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AMD officially launches its new 7th generation A-series "Bristol Ridge" APUs

By Wong Chung Wee - on 6 Sep 2016, 2:19pm

AMD officially launches its new 7th generation A-series "Bristol Ridge" APUs

(Image source: AMD via WCCFTech)

AMD has officially launched its 7th generation A-seriesBristol Ridge” APUs, and both mainstream and gaming desktop PCs, powered by these APUs, are available worldwide now. For a start, HP and Lenovo are first to offer such systems, with more OEM designs to follow.

(Image source: AMD via WCCFTech)

The AMD A-series “Bristol Ridge” APUs were first announced in June this year; however, what’s interesting about the latest announcement is the introduction of the AM4 socket, which will unify both CPUs and APUs offerings from the company. As a result, both upcoming Zen-core based “Summit Ridge” CPUs and the latest Excavator-based APUs will share the same processor socket. The most powerful APU in the Bristol Ridge lineup is the quad-core A12-9800, which operates with a base clock of 3.8GHz, and a boost clock speed of up to 4.2GHz. It has a TDP rating of 65W. Its “E” variant operates at lower clock speeds, with a power rating of 35W TDP. There’s also a non-APU processor, named Althon X4 950, and this quad-core processor operates at 3.4GHz clock speed, up to a theoretical maximum of 4.2GHz. Its TDP is rated at 65W.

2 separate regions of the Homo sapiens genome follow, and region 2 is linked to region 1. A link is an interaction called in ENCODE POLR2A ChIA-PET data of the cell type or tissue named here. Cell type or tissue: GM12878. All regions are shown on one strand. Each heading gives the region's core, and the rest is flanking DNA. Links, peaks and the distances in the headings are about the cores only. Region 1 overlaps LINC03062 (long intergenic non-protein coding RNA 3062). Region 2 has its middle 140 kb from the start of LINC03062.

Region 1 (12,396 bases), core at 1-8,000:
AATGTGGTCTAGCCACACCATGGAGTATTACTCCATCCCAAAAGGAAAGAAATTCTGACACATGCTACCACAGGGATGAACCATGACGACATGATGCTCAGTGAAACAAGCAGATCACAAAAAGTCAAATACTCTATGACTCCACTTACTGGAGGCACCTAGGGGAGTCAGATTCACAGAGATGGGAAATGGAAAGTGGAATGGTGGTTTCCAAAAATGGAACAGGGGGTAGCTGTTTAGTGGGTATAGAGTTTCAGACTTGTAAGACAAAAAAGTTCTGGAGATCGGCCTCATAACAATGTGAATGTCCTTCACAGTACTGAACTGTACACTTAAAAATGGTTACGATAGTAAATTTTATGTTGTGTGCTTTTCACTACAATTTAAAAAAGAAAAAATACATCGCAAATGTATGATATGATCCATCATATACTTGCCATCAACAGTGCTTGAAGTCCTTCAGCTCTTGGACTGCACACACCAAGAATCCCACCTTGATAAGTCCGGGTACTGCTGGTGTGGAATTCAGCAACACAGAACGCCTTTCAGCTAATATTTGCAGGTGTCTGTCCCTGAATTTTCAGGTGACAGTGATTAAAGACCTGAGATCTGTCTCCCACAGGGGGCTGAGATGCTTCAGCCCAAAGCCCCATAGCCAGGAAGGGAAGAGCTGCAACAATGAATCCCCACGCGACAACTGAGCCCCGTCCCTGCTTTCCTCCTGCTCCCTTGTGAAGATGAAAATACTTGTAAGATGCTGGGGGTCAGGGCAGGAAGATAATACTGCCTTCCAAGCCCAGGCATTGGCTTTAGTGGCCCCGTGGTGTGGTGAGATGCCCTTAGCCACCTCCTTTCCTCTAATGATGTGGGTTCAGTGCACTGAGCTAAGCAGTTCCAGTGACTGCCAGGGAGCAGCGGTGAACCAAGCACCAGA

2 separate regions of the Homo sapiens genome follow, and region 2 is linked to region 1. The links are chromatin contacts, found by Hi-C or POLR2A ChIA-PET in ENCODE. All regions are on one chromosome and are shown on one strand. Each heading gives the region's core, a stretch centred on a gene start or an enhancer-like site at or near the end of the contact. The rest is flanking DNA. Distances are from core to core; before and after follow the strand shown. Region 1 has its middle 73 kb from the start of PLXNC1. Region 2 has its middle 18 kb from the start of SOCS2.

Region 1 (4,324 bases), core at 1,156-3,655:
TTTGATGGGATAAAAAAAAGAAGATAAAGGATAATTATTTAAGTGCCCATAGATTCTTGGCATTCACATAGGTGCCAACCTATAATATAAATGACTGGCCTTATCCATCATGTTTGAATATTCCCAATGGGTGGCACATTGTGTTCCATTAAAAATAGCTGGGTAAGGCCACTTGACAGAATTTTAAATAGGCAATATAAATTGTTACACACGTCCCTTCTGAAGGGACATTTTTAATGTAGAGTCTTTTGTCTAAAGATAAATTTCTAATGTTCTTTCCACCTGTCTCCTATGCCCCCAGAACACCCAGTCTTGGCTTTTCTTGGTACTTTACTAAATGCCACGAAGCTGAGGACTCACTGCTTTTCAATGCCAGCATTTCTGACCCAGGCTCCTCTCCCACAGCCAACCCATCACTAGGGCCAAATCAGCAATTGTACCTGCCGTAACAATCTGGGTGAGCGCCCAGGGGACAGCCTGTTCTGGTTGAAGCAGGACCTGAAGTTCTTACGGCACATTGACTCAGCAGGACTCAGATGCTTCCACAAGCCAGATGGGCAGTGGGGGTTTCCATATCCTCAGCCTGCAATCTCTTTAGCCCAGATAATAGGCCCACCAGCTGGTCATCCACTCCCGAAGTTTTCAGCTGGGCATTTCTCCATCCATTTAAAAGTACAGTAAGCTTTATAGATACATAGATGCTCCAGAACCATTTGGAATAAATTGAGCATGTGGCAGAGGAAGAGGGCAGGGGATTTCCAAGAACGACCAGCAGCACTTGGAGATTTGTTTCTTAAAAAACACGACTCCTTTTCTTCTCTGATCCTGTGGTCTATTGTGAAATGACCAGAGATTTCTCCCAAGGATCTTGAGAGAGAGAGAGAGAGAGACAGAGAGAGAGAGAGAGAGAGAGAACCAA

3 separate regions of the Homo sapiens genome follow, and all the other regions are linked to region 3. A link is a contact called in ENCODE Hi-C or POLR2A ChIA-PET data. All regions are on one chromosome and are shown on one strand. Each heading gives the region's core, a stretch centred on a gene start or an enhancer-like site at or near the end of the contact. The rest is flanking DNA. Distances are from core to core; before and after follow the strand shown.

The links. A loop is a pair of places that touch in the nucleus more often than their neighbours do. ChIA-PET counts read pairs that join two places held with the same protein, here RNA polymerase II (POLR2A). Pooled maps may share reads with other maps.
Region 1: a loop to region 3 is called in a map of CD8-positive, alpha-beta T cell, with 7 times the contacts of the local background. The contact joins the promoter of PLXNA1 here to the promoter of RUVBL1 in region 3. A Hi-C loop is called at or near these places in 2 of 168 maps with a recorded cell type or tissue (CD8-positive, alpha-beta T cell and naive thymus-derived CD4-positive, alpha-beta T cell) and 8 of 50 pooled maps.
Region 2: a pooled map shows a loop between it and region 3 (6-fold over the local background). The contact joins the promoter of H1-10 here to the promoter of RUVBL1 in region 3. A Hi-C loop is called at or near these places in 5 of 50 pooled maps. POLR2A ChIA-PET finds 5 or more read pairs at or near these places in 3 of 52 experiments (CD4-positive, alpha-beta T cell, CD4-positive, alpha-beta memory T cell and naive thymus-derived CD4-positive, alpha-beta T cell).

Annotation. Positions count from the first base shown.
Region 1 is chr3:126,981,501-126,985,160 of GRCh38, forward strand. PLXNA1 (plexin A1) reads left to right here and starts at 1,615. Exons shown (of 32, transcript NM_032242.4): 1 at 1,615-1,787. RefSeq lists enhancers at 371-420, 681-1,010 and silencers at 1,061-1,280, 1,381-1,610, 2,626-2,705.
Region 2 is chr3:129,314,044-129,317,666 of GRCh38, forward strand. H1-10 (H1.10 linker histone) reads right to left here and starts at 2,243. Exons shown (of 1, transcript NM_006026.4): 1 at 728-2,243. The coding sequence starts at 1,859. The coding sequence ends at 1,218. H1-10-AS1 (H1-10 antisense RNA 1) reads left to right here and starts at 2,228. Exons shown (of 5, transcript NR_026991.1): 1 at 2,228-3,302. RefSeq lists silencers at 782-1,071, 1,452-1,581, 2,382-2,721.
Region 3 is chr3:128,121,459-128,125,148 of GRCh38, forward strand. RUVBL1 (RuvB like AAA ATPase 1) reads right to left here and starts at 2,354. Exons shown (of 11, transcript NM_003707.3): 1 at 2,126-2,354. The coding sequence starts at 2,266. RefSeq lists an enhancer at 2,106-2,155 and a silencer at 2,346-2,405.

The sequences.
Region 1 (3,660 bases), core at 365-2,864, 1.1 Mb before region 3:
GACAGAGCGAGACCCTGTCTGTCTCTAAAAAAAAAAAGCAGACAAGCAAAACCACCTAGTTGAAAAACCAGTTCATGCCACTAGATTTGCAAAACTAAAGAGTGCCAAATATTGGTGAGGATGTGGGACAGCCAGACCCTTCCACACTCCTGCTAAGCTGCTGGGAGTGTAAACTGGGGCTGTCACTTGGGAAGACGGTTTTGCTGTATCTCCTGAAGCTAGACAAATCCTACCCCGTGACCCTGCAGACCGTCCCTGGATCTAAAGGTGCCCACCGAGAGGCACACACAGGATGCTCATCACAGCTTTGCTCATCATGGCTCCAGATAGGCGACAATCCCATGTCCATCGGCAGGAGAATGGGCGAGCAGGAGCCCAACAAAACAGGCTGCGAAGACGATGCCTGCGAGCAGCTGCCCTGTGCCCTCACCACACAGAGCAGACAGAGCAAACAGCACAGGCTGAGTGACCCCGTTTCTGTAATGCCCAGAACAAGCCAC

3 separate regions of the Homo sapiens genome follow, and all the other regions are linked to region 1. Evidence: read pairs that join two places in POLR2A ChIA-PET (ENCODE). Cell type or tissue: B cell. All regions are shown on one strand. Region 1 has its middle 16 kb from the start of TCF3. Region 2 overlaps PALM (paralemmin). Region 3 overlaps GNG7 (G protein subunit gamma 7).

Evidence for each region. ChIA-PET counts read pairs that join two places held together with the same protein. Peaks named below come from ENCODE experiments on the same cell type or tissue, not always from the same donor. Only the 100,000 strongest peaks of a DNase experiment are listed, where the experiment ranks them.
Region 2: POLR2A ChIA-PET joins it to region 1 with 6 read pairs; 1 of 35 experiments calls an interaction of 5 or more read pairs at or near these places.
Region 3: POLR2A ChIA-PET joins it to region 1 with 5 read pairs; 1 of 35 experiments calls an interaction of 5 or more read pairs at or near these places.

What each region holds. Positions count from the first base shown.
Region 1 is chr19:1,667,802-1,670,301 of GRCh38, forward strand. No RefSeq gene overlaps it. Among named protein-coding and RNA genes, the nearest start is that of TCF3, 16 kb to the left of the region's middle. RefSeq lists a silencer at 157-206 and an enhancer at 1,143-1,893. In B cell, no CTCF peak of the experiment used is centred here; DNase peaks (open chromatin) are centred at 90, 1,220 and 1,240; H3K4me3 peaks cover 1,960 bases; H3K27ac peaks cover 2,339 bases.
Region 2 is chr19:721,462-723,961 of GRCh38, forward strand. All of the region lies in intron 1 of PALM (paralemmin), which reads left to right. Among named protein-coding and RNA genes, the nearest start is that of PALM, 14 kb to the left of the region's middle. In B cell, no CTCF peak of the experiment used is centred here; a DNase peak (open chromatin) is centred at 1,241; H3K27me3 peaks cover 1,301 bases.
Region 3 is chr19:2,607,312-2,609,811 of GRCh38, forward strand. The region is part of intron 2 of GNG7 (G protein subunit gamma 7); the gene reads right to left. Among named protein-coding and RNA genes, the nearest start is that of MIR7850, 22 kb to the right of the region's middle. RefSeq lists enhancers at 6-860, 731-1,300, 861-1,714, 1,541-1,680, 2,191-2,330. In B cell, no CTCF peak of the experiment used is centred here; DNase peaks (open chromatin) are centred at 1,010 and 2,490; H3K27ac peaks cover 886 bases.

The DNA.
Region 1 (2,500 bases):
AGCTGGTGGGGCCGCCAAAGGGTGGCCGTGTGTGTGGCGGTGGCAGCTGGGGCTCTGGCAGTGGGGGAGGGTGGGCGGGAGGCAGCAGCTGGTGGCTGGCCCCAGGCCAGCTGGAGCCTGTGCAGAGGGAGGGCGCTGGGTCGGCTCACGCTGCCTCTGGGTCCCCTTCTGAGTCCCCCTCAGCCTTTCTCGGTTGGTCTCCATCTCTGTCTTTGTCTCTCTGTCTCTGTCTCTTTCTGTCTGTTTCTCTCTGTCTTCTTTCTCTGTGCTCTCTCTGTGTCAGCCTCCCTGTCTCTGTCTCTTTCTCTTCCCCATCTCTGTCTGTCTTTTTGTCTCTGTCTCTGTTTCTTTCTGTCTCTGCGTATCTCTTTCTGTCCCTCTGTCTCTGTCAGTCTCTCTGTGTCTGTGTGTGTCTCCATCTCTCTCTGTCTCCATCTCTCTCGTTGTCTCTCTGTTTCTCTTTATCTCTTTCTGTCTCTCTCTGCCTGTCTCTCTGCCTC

(Image source: AMD via WCCFTech)

In addition, AMD also took the opportunity to showcase the AM4 platform, which is powered by the Promontory chipset stack, the codename for all chipsets powering all AM4-based motherboards. The new platform supports the following features, which are essential to any modern desktop system.

(Image source: AMD via WCCFTech)

There are four chipsets on the AM4 platform; currently, there are three available, the B350 for the mainstream market segment, and the A320 for the essential market segment. The A300 is meant for small form factor systems. The yet-to-be-announced chipset will be targeting the enthusiasts. Click here for AMD’s official press release.

(Source: AMD, WCCFTech)

 

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